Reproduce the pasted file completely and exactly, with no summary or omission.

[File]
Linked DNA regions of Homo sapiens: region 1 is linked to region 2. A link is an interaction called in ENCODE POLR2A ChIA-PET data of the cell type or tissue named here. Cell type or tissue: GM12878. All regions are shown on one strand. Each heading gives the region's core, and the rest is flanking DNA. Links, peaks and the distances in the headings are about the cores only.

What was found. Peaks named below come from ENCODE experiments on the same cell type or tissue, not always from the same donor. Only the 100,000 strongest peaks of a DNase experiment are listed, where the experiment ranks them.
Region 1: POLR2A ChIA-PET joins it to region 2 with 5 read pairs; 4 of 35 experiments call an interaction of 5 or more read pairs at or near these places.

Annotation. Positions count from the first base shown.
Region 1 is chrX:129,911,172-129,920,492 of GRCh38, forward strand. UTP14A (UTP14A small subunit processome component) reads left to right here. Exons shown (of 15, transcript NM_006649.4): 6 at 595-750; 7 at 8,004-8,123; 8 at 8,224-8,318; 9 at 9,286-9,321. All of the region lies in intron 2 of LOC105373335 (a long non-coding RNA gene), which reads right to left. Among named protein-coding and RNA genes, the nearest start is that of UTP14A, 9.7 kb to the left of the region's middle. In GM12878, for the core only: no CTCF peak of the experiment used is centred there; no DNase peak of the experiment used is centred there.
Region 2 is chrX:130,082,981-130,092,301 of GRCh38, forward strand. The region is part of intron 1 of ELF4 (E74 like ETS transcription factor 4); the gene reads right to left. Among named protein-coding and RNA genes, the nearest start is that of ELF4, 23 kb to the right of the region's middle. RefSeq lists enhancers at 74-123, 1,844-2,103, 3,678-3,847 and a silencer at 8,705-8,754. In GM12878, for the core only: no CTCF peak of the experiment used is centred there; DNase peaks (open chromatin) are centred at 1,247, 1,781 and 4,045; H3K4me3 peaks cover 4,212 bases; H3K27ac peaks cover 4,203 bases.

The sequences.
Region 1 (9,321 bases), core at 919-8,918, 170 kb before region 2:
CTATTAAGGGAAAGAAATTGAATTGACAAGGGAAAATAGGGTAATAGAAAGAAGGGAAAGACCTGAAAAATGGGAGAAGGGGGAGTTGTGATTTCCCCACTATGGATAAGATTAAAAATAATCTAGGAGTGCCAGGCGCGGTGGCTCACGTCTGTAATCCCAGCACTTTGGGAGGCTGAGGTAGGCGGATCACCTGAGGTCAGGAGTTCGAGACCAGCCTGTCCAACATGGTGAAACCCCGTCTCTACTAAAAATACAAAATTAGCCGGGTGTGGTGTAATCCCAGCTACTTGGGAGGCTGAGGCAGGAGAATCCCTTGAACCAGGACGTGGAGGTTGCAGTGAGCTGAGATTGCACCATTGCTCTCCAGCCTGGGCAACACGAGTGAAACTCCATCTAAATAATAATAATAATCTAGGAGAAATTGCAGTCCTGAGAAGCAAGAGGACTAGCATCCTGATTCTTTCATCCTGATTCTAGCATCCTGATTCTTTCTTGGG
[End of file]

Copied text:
Linked DNA regions of Homo sapiens: region 1 is linked to region 2. A link is an interaction called in ENCODE POLR2A ChIA-PET data of the cell type or tissue named here. Cell type or tissue: GM12878. All regions are shown on one strand. Each heading gives the region's core, and the rest is flanking DNA. Links, peaks and the distances in the headings are about the cores only.

What was found. Peaks named below come from ENCODE experiments on the same cell type or tissue, not always from the same donor. Only the 100,000 strongest peaks of a DNase experiment are listed, where the experiment ranks them.
Region 1: POLR2A ChIA-PET joins it to region 2 with 5 read pairs; 4 of 35 experiments call an interaction of 5 or more read pairs at or near these places.

Annotation. Positions count from the first base shown.
Region 1 is chrX:129,911,172-129,920,492 of GRCh38, forward strand. UTP14A (UTP14A small subunit processome component) reads left to right here. Exons shown (of 15, transcript NM_006649.4): 6 at 595-750; 7 at 8,004-8,123; 8 at 8,224-8,318; 9 at 9,286-9,321. All of the region lies in intron 2 of LOC105373335 (a long non-coding RNA gene), which reads right to left. Among named protein-coding and RNA genes, the nearest start is that of UTP14A, 9.7 kb to the left of the region's middle. In GM12878, for the core only: no CTCF peak of the experiment used is centred there; no DNase peak of the experiment used is centred there.
Region 2 is chrX:130,082,981-130,092,301 of GRCh38, forward strand. The region is part of intron 1 of ELF4 (E74 like ETS transcription factor 4); the gene reads right to left. Among named protein-coding and RNA genes, the nearest start is that of ELF4, 23 kb to the right of the region's middle. RefSeq lists enhancers at 74-123, 1,844-2,103, 3,678-3,847 and a silencer at 8,705-8,754. In GM12878, for the core only: no CTCF peak of the experiment used is centred there; DNase peaks (open chromatin) are centred at 1,247, 1,781 and 4,045; H3K4me3 peaks cover 4,212 bases; H3K27ac peaks cover 4,203 bases.

The sequences.
Region 1 (9,321 bases), core at 919-8,918, 170 kb before region 2:
CTATTAAGGGAAAGAAATTGAATTGACAAGGGAAAATAGGGTAATAGAAAGAAGGGAAAGACCTGAAAAATGGGAGAAGGGGGAGTTGTGATTTCCCCACTATGGATAAGATTAAAAATAATCTAGGAGTGCCAGGCGCGGTGGCTCACGTCTGTAATCCCAGCACTTTGGGAGGCTGAGGTAGGCGGATCACCTGAGGTCAGGAGTTCGAGACCAGCCTGTCCAACATGGTGAAACCCCGTCTCTACTAAAAATACAAAATTAGCCGGGTGTGGTGTAATCCCAGCTACTTGGGAGGCTGAGGCAGGAGAATCCCTTGAACCAGGACGTGGAGGTTGCAGTGAGCTGAGATTGCACCATTGCTCTCCAGCCTGGGCAACACGAGTGAAACTCCATCTAAATAATAATAATAATCTAGGAGAAATTGCAGTCCTGAGAAGCAAGAGGACTAGCATCCTGATTCTTTCATCCTGATTCTAGCATCCTGATTCTTTCTTGGG